Barrel of laughs

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Re: Barrel of laughs

Postby robin wood » Tue Dec 13, 2011 10:36 am

gavin wrote:It is often said that oak forests were reduced by naval shipbuilding in Britain. Dr Oliver Rackham's History of the English Countryside refers to the prices paid by dockyards for oak at the time of Napoleonic war - which was the peak naval shipbuilding period in wood. As the prices did not increase, it appears that oak forests were NOT reduced by shipbuilding.

Agreed, this often repeated myth is rarely backed up by any basis of fact. It tends to be historian reads 6000 trees needed to build Victory therefore England must have been deforested. We never ask where those trees came from, what sort of acreage 6000 oaks covers how many acres of woodland there is in England how many mature trees could come from that woodland a year and be sustainable etc. Deforestation does not occur when woodlands are valued for their produce it occurs when they are not and when farmland is more valuable. Cutting trees does not destroy woodland grazing animals do. The area of woodland cover in the UK is very well recorded and it does not reduce significantly in the 18th C. The bulk of our deforestation (conversion to farmland) was done before the Romans arrived. See Rackham's Trees and Woodland in the British Landscape.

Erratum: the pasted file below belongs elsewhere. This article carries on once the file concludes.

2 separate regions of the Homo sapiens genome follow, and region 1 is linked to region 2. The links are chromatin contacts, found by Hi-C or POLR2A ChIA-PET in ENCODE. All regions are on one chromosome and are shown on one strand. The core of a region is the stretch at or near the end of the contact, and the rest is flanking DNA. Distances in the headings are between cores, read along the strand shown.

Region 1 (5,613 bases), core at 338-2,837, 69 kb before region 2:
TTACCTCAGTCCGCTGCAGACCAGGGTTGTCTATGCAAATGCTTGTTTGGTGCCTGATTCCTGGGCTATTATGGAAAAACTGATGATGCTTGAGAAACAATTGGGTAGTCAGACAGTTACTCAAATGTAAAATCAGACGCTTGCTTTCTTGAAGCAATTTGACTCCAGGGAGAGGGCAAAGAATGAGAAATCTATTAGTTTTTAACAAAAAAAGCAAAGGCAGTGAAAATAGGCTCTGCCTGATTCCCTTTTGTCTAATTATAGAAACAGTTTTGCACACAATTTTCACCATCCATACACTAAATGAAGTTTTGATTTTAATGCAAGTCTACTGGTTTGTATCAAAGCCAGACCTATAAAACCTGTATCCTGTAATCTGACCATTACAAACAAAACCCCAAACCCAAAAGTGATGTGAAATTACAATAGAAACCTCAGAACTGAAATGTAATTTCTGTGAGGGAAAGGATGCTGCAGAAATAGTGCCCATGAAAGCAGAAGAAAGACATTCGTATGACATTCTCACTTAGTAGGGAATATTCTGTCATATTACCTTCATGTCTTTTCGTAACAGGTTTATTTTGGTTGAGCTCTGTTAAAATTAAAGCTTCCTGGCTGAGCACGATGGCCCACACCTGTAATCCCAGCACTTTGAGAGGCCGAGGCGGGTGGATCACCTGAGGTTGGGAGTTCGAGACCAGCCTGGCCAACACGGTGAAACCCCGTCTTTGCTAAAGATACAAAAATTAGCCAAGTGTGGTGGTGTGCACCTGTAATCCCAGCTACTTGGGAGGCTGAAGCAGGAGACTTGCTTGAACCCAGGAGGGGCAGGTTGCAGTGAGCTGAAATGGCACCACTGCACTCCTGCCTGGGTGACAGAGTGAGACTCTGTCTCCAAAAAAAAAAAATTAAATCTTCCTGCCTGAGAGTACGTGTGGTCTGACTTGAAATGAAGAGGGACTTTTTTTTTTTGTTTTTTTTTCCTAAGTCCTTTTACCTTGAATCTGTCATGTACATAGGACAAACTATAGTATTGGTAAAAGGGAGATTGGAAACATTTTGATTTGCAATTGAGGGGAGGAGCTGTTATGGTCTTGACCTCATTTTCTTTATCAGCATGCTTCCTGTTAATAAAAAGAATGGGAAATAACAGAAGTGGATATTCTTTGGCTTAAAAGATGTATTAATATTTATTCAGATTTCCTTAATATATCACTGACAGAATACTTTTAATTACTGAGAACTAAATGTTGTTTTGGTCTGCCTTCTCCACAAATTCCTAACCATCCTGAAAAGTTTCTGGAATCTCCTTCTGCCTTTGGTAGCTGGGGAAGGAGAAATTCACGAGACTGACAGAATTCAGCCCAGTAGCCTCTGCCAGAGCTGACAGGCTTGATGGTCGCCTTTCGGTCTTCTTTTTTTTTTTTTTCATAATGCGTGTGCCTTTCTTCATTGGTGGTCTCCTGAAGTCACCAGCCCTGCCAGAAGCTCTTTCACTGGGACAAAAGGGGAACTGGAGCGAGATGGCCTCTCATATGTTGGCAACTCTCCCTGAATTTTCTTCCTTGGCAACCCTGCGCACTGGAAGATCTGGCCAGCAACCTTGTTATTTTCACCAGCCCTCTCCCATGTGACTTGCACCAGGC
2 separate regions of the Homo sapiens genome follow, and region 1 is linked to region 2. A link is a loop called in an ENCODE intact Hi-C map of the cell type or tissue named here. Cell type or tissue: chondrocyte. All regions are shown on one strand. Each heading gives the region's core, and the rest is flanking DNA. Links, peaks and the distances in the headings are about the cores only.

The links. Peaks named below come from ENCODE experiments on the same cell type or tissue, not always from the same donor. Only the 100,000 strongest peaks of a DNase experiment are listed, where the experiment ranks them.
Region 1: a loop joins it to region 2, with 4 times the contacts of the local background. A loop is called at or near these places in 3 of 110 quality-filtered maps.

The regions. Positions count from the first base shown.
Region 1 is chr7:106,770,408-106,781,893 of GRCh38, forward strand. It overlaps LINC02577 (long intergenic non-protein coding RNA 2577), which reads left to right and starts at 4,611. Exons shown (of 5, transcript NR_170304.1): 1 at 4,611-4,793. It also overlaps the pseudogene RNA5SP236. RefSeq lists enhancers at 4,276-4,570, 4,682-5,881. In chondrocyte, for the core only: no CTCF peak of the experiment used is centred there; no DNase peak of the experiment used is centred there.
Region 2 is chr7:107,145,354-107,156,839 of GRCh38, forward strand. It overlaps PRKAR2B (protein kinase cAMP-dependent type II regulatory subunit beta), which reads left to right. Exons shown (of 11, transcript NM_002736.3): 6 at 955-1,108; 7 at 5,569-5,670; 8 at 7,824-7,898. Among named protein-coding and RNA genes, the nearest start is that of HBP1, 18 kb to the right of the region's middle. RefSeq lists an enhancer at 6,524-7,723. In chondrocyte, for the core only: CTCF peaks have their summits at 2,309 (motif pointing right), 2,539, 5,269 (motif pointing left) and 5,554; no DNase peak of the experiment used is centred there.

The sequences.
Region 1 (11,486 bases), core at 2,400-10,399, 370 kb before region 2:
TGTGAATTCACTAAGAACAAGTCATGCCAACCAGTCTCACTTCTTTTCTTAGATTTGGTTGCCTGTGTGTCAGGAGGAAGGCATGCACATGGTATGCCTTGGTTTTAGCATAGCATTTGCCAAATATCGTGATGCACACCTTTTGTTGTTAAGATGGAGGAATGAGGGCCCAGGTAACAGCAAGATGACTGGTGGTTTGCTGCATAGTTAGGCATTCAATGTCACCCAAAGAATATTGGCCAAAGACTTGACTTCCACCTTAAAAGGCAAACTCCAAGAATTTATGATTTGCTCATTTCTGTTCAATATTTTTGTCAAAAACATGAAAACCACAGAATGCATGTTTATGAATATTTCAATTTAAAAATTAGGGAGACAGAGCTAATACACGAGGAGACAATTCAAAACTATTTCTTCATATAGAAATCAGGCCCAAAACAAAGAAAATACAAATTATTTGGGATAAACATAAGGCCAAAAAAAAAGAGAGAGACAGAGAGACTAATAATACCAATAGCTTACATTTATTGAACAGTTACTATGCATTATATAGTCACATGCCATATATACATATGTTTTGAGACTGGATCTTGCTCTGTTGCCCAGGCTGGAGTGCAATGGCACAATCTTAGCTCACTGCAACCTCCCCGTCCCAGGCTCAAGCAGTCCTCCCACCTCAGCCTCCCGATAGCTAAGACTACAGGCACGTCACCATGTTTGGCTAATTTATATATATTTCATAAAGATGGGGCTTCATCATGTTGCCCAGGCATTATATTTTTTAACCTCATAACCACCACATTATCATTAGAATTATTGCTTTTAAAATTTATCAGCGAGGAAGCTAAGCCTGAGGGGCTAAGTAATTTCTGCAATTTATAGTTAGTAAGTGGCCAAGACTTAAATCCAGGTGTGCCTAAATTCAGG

Interestingly when I was working with shipwrights in Norway a couple of weeks ago they were claiming Victory oak was sourced from Norway. I have not seen any dendro evidence on the source of the oak but we were certainly importing large quantities of timber from the Baltic by the 18th C.

This comment on the building of large ships like Victory from Wiki is interesting
"This was an unusual occurrence at the time as the Royal Navy preferred smaller and more maneuverable ships, and it was unusual for more than two to be in commission simultaneously; during the whole of the 18th century only ten were constructed."
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